It is for these key reasons that Dr. Mark Plunkett expects the technology to be well-received by medical professionals. "For any surgeon, whatever can give the patient the best chance for a long, healthy life after transplant has to be considered paramount,” he states.
The new technology follows another major advance in donor transplants that also delivers the required organ to the donor in a faster time and in a way that preserves the organ for longer. Known as "heart in a box", a technology also developed by TransMedics, it allows donor hearts to be delivered to transplant recipients as warm and beating organs rather than still and frozen.
The "Lungs in a Box" technology not only serves to preserve healthy lungs for the patient; the technology allows for imperfect lungs to be reconditioned by flushing them with nutrients and antibiotics. The advantage of this process is that it vastly increases the available donor pool so lungs that might have been considered unsuitable in the past can now be considered by doctors for patient use.
Such an invention is of social and medical importance since there is a far bigger demand for donated lungs than there is supply, according to the Organ Procurement and Transplantation Network (OPTN), which reports into the U.S. Department of Health and Human Services. We have seen how lung recipients have to find a close donor match to their own lungs in terms of size and blood type.
Dr. Plunkett explains the implication of applying “Lungs in a Box” might “hold the key to longer, more successful lives after lung transplants."
The effectiveness of the "Lung in a Box" technology was recently examined in a trial. The trial compared donor lungs transported using the technology with the standard icebox method. For the study, various international lung transplant centers in Europe, Australia and Canada participated, and the trial consisted of 264 randomized patients. An earlier pilot trial, published in the medical journal The Lancet, found that lungs can be safely preserved with the new technology, resulting in complete organ use and successful transplantation.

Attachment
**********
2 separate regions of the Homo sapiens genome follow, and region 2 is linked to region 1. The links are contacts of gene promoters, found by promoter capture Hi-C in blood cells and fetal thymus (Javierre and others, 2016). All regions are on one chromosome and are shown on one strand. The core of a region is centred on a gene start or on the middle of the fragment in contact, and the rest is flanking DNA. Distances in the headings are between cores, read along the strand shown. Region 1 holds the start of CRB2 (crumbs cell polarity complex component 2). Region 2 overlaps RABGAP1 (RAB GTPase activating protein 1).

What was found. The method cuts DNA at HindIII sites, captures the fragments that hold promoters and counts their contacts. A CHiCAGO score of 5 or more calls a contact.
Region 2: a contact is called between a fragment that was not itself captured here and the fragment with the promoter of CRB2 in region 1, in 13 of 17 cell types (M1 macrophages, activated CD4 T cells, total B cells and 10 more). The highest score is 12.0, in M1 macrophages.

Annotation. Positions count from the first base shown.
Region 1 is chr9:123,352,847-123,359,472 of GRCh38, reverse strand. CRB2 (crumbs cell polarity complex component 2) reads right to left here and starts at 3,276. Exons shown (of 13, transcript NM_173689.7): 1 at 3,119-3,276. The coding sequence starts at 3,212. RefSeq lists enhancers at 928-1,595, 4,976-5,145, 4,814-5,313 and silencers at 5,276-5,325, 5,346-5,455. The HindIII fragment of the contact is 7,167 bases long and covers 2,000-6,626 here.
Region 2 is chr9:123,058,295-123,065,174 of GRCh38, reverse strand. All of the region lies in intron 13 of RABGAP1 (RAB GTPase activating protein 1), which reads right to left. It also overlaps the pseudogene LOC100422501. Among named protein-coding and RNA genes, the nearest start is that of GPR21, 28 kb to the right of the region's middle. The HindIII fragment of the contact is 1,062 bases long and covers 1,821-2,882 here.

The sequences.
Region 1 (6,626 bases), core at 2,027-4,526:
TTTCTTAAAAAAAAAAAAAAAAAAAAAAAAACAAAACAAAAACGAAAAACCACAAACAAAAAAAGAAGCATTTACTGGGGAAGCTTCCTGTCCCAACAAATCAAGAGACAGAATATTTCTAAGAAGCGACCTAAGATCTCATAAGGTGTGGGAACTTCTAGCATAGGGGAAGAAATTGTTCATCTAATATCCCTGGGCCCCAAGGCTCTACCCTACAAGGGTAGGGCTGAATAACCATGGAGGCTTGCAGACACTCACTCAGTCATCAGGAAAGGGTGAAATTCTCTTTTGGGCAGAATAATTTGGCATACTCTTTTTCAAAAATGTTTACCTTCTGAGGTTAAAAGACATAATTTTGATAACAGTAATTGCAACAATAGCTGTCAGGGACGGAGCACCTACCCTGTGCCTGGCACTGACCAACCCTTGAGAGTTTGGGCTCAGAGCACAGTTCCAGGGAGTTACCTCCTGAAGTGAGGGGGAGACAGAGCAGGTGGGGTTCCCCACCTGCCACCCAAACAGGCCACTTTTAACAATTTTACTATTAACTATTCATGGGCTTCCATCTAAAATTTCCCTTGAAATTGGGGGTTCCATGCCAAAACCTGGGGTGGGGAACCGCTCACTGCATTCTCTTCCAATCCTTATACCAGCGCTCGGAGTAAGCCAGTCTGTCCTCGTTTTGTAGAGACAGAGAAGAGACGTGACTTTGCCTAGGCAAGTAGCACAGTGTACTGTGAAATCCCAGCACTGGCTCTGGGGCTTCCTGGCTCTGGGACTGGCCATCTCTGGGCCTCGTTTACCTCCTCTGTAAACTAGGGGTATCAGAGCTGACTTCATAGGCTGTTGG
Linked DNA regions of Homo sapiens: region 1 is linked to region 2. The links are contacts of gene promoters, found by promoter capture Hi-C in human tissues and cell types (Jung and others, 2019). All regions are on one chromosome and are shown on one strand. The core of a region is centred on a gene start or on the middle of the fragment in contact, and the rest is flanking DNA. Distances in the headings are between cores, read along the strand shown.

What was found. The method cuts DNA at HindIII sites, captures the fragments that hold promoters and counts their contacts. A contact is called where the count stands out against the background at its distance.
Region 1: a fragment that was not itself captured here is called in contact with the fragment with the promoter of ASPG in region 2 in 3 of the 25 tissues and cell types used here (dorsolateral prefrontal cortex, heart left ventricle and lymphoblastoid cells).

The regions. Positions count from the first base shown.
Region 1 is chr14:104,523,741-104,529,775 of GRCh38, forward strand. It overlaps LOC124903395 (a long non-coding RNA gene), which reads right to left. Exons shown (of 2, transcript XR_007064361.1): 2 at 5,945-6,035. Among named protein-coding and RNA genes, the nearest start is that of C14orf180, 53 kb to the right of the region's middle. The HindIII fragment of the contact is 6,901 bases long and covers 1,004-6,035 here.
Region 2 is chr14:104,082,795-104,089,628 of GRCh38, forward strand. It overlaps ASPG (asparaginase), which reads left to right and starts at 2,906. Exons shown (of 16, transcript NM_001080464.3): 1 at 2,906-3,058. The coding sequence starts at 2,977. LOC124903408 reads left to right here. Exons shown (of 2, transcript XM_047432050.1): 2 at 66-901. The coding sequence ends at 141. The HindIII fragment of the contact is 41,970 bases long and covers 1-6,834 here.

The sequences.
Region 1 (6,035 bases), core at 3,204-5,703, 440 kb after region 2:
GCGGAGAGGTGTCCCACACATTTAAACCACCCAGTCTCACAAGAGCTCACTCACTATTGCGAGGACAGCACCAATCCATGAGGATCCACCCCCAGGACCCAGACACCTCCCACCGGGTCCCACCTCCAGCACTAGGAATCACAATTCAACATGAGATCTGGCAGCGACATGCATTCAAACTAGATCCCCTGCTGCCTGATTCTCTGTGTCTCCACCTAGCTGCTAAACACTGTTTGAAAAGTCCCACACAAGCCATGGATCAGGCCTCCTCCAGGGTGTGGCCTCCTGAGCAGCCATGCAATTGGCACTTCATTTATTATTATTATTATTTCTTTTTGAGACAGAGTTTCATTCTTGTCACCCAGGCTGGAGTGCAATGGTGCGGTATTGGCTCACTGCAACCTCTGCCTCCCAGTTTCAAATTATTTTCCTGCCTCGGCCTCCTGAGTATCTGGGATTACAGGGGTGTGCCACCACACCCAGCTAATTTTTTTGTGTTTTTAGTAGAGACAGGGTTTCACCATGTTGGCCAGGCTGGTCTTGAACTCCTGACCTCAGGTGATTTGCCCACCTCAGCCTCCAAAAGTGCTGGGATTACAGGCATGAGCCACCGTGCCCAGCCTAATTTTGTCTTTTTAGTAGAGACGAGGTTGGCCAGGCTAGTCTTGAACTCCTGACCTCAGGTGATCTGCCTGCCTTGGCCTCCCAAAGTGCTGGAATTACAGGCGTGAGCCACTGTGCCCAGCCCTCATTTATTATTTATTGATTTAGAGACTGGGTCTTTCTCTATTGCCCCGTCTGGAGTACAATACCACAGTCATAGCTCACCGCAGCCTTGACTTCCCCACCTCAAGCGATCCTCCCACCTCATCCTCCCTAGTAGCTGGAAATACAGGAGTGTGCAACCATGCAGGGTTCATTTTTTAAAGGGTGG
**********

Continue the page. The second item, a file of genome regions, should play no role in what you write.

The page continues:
The "Lung in a Box" technology has proved successful in practice. The technology is commercially available in Europe and Australia and is in clinical use in leading medical centers. Clinical trials in the U.S. are expected to start soon. Under the status of an investigational device, UCLA surgeons were recently able to perform the first-ever breathing lung transplant in the U.S.
Such is the potential of the technology it will probably evolve beyond the preservation of hearts and lungs. According to Dr. Mark Plunkett: "TransMedics envision having all of organ transplantation one day performed using this box technology where you keep organs functioning and 'alive' during transport."
Although Dr. Plunkett stresses that "there is a lot more to learn", he is also optimistic about future developments. As he notes "the demand for this kind of technology isn't going to go away."
More about Lungs in a Box, lung transplants, Health care, Mark Plunkett